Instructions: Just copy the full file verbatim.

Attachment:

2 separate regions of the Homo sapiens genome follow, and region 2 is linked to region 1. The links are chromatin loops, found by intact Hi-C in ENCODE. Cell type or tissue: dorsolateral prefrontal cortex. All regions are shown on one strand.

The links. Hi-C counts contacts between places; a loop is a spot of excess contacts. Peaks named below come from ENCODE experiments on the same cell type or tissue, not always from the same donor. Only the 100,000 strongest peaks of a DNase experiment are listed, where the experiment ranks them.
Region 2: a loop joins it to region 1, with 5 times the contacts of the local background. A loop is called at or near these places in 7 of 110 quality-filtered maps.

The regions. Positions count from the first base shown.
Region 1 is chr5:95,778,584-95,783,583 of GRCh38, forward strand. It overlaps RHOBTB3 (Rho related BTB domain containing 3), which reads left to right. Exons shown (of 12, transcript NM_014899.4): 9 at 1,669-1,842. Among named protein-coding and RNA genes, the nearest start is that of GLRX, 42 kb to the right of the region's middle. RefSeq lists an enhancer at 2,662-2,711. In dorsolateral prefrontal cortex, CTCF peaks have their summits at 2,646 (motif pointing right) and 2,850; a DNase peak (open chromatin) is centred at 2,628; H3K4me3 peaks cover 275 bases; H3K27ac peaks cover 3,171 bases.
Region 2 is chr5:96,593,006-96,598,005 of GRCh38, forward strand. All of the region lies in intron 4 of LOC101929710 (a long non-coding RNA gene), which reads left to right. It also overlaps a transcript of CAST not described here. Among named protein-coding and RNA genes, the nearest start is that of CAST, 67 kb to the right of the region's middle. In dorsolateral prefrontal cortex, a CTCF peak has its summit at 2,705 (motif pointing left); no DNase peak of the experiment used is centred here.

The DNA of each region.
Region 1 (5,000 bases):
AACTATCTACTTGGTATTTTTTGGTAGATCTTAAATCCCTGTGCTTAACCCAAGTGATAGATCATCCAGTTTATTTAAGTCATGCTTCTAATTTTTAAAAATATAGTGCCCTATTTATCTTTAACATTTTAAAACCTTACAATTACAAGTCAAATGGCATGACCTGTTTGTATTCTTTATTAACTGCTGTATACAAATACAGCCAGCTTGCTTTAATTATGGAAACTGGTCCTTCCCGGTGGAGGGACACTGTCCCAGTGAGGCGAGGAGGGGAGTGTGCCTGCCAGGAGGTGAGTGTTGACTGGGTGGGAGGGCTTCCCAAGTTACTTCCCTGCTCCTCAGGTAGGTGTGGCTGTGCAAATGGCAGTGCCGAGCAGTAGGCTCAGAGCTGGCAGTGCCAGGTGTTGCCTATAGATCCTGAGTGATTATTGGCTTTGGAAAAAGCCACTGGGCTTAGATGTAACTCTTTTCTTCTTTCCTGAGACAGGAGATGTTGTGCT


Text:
2 separate regions of the Homo sapiens genome follow, and region 2 is linked to region 1. The links are chromatin loops, found by intact Hi-C in ENCODE. Cell type or tissue: dorsolateral prefrontal cortex. All regions are shown on one strand.

The links. Hi-C counts contacts between places; a loop is a spot of excess contacts. Peaks named below come from ENCODE experiments on the same cell type or tissue, not always from the same donor. Only the 100,000 strongest peaks of a DNase experiment are listed, where the experiment ranks them.
Region 2: a loop joins it to region 1, with 5 times the contacts of the local background. A loop is called at or near these places in 7 of 110 quality-filtered maps.

The regions. Positions count from the first base shown.
Region 1 is chr5:95,778,584-95,783,583 of GRCh38, forward strand. It overlaps RHOBTB3 (Rho related BTB domain containing 3), which reads left to right. Exons shown (of 12, transcript NM_014899.4): 9 at 1,669-1,842. Among named protein-coding and RNA genes, the nearest start is that of GLRX, 42 kb to the right of the region's middle. RefSeq lists an enhancer at 2,662-2,711. In dorsolateral prefrontal cortex, CTCF peaks have their summits at 2,646 (motif pointing right) and 2,850; a DNase peak (open chromatin) is centred at 2,628; H3K4me3 peaks cover 275 bases; H3K27ac peaks cover 3,171 bases.
Region 2 is chr5:96,593,006-96,598,005 of GRCh38, forward strand. All of the region lies in intron 4 of LOC101929710 (a long non-coding RNA gene), which reads left to right. It also overlaps a transcript of CAST not described here. Among named protein-coding and RNA genes, the nearest start is that of CAST, 67 kb to the right of the region's middle. In dorsolateral prefrontal cortex, a CTCF peak has its summit at 2,705 (motif pointing left); no DNase peak of the experiment used is centred here.

The DNA of each region.
Region 1 (5,000 bases):
AACTATCTACTTGGTATTTTTTGGTAGATCTTAAATCCCTGTGCTTAACCCAAGTGATAGATCATCCAGTTTATTTAAGTCATGCTTCTAATTTTTAAAAATATAGTGCCCTATTTATCTTTAACATTTTAAAACCTTACAATTACAAGTCAAATGGCATGACCTGTTTGTATTCTTTATTAACTGCTGTATACAAATACAGCCAGCTTGCTTTAATTATGGAAACTGGTCCTTCCCGGTGGAGGGACACTGTCCCAGTGAGGCGAGGAGGGGAGTGTGCCTGCCAGGAGGTGAGTGTTGACTGGGTGGGAGGGCTTCCCAAGTTACTTCCCTGCTCCTCAGGTAGGTGTGGCTGTGCAAATGGCAGTGCCGAGCAGTAGGCTCAGAGCTGGCAGTGCCAGGTGTTGCCTATAGATCCTGAGTGATTATTGGCTTTGGAAAAAGCCACTGGGCTTAGATGTAACTCTTTTCTTCTTTCCTGAGACAGGAGATGTTGTGCT